The worst money mistakes, things to know about making money and the benefits of frugality.
The Frugal Farmer — We talk a lot about making money. Let’s discuss mistakes people make that cost them money. The first one Laurie brings up causes financial turmoil for many families. She and her husband “never discussed our monetary goals.” Communication is a must when finances are concerned. Marriages often fail because couples don’t talk about money.
The fifth mistake spurred long-term money problems: “We let our whims and emotions guide our spending decisions.” She says they were practicing the “you only live once” financial philosophy, so spend while you can. But that one life may last many decades. Unfortunately, as they accumulated years, their debt also accumulated.
Red debted stepchild — Here are some more money mistakes we can all learn from. I think the last one is a spending blunder many people commit: “Don’t Fall for the Up-Sell.” About a week ago, Kayla’s car needed repairs. The service attendant coerced her into getting the main repair done and then an additional repair, which could’ve waited.
Properly maintaining your car is vital, but if a repair can wait (especially if you don’t have the money available), holding off won’t hurt. The reasoning is simple: If you don’t have the money, you’ll end up charging the repair. Check out these 5 car repairs you can do yourself and save money.
Money Talks News — These financial snafus are committed all the time — probably by everyone reading. The third one is a bit controversial: “Saving while in debt.” The argument makes sense, though. If the interest on your debt exceeds the return on your investments “you’re going backward.”
I struggle with the second mistake: purchasing a new car rather than a used one. I know dealerships mark up used cars dramatically. But I also can’t help but wonder what that used car endured — a psychopath driver or maybe a flood? But as Brandon says, once you drive a new car off the lot its value radically drops. Here are some helpful tips for buying cars in 2015.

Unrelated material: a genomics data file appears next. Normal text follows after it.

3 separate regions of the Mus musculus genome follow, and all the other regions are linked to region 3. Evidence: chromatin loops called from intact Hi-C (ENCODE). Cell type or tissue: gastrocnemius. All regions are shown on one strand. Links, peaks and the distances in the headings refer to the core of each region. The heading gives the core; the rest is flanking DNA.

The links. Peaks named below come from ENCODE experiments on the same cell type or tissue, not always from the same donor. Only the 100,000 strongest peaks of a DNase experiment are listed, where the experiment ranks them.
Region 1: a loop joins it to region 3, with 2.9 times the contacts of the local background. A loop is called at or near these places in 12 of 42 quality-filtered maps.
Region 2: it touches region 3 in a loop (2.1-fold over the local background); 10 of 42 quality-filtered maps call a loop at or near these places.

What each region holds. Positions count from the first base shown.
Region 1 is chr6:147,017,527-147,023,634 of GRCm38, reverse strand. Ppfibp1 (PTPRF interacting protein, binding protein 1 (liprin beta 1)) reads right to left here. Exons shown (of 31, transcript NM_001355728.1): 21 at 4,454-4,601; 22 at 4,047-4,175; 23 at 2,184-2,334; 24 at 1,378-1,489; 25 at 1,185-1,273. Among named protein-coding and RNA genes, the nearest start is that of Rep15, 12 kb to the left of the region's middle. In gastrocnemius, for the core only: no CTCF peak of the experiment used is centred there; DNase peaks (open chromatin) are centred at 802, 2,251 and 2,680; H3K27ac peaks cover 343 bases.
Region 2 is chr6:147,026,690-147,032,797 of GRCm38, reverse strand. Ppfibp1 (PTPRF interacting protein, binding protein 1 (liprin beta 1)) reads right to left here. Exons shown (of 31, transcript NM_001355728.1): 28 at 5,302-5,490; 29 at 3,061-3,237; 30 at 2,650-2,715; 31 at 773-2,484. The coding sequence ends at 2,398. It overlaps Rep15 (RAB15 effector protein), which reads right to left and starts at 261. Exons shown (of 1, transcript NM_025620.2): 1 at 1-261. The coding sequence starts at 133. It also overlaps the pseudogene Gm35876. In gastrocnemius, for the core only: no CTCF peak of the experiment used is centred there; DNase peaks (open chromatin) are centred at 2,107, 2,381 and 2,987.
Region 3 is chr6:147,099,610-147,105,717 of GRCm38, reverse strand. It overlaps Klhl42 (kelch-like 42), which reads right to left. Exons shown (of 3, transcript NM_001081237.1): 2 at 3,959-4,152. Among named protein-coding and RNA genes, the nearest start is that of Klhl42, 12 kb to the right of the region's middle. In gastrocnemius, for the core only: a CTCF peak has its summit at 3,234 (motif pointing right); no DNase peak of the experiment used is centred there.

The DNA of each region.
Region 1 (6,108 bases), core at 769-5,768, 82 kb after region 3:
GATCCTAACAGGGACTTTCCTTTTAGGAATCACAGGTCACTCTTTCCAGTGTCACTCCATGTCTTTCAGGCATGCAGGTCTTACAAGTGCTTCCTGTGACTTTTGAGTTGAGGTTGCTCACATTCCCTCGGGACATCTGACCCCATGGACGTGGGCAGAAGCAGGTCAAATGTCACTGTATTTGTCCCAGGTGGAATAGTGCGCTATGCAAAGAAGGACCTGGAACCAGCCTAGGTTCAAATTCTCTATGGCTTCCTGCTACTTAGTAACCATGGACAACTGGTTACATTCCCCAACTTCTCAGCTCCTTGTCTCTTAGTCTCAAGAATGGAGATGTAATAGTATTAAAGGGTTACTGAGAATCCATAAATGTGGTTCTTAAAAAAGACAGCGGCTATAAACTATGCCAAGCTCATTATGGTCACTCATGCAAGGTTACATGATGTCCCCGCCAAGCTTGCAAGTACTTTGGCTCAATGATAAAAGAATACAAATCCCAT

The Broke and Beautiful Life — Let’s stop talking about losing money. Stefanie says if you feel your income is limited by your circumstances — whatever they may be — start using these money making rules and change your circumstances.
Her first rule is: “You Set the Salary Bar.” That means negotiate your salary. Even if it’s your first full-time job. A recent survey revealed “that only 38 percent of recent graduates” dared to negotiate with their employer. Before you negotiate, make sure you don’t make these mistakes during a job interview.
Frugalwoods — Mrs. Frugalwoods admits the basic premise behind frugality is saving money. But she and her husband are rewarded with so much more as they continually cultivate their frugal lifestyle. The first benefit is creativity. Whether they’re refinishing old furniture or building a seltzer water machine, they’re constantly creating and saving.
Another benefit includes “fewer consumer choices.” They rarely shop except for food, so they’re not overwhelmed by the advertising blitz associated with shopping and spending. Material things don’t matter. It’s not a bad philosophy, and one many people (including myself) would profit from.
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Article last modified on October 9, 2017. Published by Debt.com, LLC . Mobile users may also access the AMP Version: This Week Around The Web - AMP.